7 December 2023 by Bradley Ali

Annual Tax on Enveloped Dwellings

What is the Annual Tax on Enveloped Dwellings (ATED)?

On 22 November 2023, the Autumn Statement announced increases in ATED charges for the new financial year (from 1 April 2024). Most property owners know about stamp duty land tax but ATED is just as important to consider when buying a residential property in the name of a company.

Why is the Annual Tax on Enveloped Dwellings important for companies?

The ATED is an annual tax which is payable by companies (as well as partnerships and collective investment schemes) that own residential property in the UK valued at more than £500,000.

ATED applies to a ‘dwelling’, i.e. if all or part of the property is used or could be used as a residence. This includes houses and flats. Properties such as hotels, guest houses, hospitals, military accommodation, care homes and boarding schools are not classed as dwellings and therefore exempt from the ATED.

ATED applies to properties worth over £500,000. You must revalue your property every 5 years in line with the ATED legislation. If you acquire a property for the purpose of residential use, you should obtain a valuation on the date of acquisition. If you already owned a property before April 2022, then you must ensure the property is revalued.

The table below shows the Autumn Statement’s increase in the ATED chargeable for the 2024/2025 financial year compared to the 2023/2024 financial year. The increase is based on the Consumer Price Index (CPI) which was 6.7% in September 2023.

1 April 2023 – 31 March 2024 1 April 2024 – 31 March 2025
Over £500,000 – up to £1 million £4,150 Over £500,000 – up to £1 million £4,400
Over £1 million – up to £2 million £8,450 Over £1 million – up to £2 million £9,000
Over £2 million – up to £5 million £28,650 Over £2 million – up to £5 million £30,550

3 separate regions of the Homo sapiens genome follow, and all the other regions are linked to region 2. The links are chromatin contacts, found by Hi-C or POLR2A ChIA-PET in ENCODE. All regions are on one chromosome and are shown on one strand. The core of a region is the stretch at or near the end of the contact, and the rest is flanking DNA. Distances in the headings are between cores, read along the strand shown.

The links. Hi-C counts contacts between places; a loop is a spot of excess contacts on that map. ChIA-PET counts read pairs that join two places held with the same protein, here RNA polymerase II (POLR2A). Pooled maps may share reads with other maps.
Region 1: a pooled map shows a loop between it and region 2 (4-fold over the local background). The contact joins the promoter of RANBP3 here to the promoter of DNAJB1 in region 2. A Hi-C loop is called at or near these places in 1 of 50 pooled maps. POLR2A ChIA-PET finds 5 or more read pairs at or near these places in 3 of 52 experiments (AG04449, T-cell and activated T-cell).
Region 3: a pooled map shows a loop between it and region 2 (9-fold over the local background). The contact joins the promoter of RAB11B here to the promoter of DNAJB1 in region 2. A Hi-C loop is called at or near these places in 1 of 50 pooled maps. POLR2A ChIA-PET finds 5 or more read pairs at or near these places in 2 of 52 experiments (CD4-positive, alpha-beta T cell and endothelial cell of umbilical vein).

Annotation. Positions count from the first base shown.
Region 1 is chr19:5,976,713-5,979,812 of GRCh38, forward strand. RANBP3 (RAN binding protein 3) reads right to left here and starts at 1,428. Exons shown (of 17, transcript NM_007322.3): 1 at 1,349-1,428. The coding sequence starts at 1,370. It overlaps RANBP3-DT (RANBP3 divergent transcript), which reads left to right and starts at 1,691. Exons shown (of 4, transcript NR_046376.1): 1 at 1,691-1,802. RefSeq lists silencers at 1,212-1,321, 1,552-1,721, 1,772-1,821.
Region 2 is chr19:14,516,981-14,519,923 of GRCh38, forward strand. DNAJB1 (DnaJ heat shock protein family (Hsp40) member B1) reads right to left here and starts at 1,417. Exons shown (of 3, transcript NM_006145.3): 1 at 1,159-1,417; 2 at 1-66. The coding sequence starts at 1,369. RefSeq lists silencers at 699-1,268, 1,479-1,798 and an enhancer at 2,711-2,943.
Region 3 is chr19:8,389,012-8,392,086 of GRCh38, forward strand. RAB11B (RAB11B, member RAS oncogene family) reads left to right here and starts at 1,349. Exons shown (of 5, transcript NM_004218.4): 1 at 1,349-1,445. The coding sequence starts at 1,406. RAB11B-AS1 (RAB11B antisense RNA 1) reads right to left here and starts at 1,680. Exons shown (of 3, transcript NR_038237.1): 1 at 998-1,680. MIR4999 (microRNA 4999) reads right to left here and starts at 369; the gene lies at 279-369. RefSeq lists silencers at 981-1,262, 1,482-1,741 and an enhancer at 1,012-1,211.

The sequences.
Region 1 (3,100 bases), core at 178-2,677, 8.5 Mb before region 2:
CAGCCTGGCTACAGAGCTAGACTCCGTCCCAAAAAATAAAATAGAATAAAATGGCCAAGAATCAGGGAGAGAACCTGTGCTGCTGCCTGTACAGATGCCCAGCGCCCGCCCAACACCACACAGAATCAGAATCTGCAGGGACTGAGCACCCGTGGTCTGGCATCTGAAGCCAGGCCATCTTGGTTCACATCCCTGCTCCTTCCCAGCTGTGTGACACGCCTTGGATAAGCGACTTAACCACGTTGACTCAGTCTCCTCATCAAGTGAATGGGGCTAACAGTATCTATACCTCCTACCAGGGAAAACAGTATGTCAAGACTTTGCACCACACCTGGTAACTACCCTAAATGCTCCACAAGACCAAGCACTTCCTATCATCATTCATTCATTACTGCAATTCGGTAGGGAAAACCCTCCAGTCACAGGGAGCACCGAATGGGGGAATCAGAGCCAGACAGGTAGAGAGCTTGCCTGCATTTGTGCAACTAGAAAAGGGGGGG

Over £5 million – up to £10 million £67,050 Over £5 million – up to £10 million £71,500
Over £10 million – up to £20 million £134,550 Over £10 million – up to £20 million £143,550
More than £20 million £269,450 More than £20 million £287,500


There are reliefs you may be able to claim, for example where the property is:

  • let to a third party on an arm’s length commercial basis
  • open to the public for at least 28 days a year
  • being developed for resale by a property developer
  • owned by a property trader as the stock of the business for the sole purpose of resale
  • being used by a trading business to provide living accommodation to certain qualifying employees
  • a farmhouse occupied by a farm worker or a former long-serving farm worker
  • owned by a registered provider of social housing or a qualifying housing co-operative

There are also exemptions for charitable companies (using the dwelling for charitable purposes), public bodies and bodies established for national purposes.

It is therefore crucial that companies, partnerships and collective investment schemes submit a ATED tax return for the correct amount or claim the relevant relief. Penalties and interest can be charged if you fail to file the return, fail to pay on time or if the return is inaccurate. To submit your return, you can use the ATED online service or via your tax advisor. Should a company disagree with HMRC’s decision in relation to the return, the company may challenge the decision by appealing in writing within 30 days of the decision.

If you have any queries about ATED or any other commercial property matters, please contact our expert Commercial Real Estate team.

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